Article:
That guard never showed remorse for his actions. He was sentenced to fifteen years in prison but was paroled after only three.

More than 800 people attended Lower's funeral. Devastated, Frank Land eulogized his friend and protégé saying, "Louis Lower was not only the first DeMolay in the world, but he was also the first member of the Legion of Honor. He was a symbol to millions of young men of the ideals and teaching of our order... Louis Lower today becomes a legend. He will forever be leading the mystical vanguard of youth. Death came with the morning sun shining upon his brow."

I continued to reflect on the life of Louis Lower, who meant so much to DeMolay, which has had a significant and positive influence on my life.

"That's not so common a name," I thought, "I'll bet Louis was related to that family."

As I kept walking to the car I turned back to look at the headstones beneath the large granite marker; There, in the center was one that hit me like a bolt of lightning. It read:

1902 - 1943

I was standing at the grave of the first DeMolay.

Was this a random accident, a lucky stab that brought me to a place where I could pay my respects to a man I so admired or was it much more meaningful?

In this particular case, I don't believe in coincidences.


Bro. Steve Harrison, 33°  is Past Master of Liberty Lodge #31, Liberty, Missouri. He is also a Fellow and Past Master of the Missouri Lodge of Research. Among his other Masonic memberships is the St. Joseph Missouri Valley of the Scottish Rite, Liberty York Rite bodies, and Moila Shrine. He is also a member and Past Dean of the DeMolay Legion of Honor. Brother Harrison is a regular contributor to the Midnight Freemasons blog as well as several other Masonic publications. Brother Steve was Editor of the Missouri Freemason magazine for a decade and is a regular contributor to the Whence Came You podcast. Born in Indiana, he has a Master's Degree from Indiana University and is retired from a 35-year career in information technology. Steve and his wife Carolyn reside in northwest Missouri. He is the author of dozens of magazine articles and three books: Freemasonry Crosses the Mississippi, Freemasons — Tales From the Craft and Freemasons at Oak Island.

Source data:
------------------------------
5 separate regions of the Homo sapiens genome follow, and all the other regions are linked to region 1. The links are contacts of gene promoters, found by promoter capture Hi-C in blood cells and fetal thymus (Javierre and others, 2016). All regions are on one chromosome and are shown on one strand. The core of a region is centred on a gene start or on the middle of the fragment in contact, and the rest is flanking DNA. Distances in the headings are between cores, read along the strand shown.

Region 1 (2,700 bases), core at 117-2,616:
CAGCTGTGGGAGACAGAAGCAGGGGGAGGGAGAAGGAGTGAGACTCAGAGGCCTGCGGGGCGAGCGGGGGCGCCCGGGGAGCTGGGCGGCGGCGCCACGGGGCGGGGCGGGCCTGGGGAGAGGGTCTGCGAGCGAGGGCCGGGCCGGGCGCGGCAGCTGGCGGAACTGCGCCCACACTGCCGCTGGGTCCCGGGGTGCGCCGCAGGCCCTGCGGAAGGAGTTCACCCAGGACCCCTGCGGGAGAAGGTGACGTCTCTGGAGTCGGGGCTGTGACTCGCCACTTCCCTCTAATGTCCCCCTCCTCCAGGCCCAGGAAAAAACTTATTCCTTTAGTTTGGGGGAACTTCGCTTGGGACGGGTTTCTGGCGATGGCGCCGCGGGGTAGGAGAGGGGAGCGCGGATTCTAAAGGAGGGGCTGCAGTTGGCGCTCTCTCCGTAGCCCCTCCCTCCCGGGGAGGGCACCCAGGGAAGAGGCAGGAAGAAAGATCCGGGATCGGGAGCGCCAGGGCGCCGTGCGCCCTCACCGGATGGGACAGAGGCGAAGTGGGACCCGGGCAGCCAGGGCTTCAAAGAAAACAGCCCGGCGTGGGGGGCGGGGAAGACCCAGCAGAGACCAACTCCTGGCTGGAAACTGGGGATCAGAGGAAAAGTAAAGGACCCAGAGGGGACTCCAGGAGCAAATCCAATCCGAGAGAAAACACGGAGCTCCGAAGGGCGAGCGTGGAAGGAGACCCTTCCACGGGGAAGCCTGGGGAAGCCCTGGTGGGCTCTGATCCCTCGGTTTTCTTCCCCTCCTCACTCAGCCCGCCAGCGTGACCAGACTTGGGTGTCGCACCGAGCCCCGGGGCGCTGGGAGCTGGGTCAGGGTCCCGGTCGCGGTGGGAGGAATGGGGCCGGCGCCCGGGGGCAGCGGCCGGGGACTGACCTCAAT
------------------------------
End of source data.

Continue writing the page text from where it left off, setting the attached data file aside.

Be Curious....Not Judgemental

by Midnight Freemason Contributor
WB Darin A. Lahners

I am a fan of the Emmy award-winning Apple + TV show, Ted Lasso. The title character, Ted Lasso (Jason Sudekis), is a former Division II College Football coach hired to coach a Premier League Football team, AFC Richmond.  Ted moves along with his trusty side-kick Coach Beard from Witchita, Kansas to Richmond upon Thames, London.  Initially, he is hired by Rebecca Welton (Hannah Waddingham), who is the former owner's ex-wife.  She hires Ted thinking that it will help ruin the team in order to get revenge upon her ex-husband, Rupert Mannion (Anthony Head), as she believes it is the only thing he loved. However, she is slowly brought around by Ted's coaching and personality.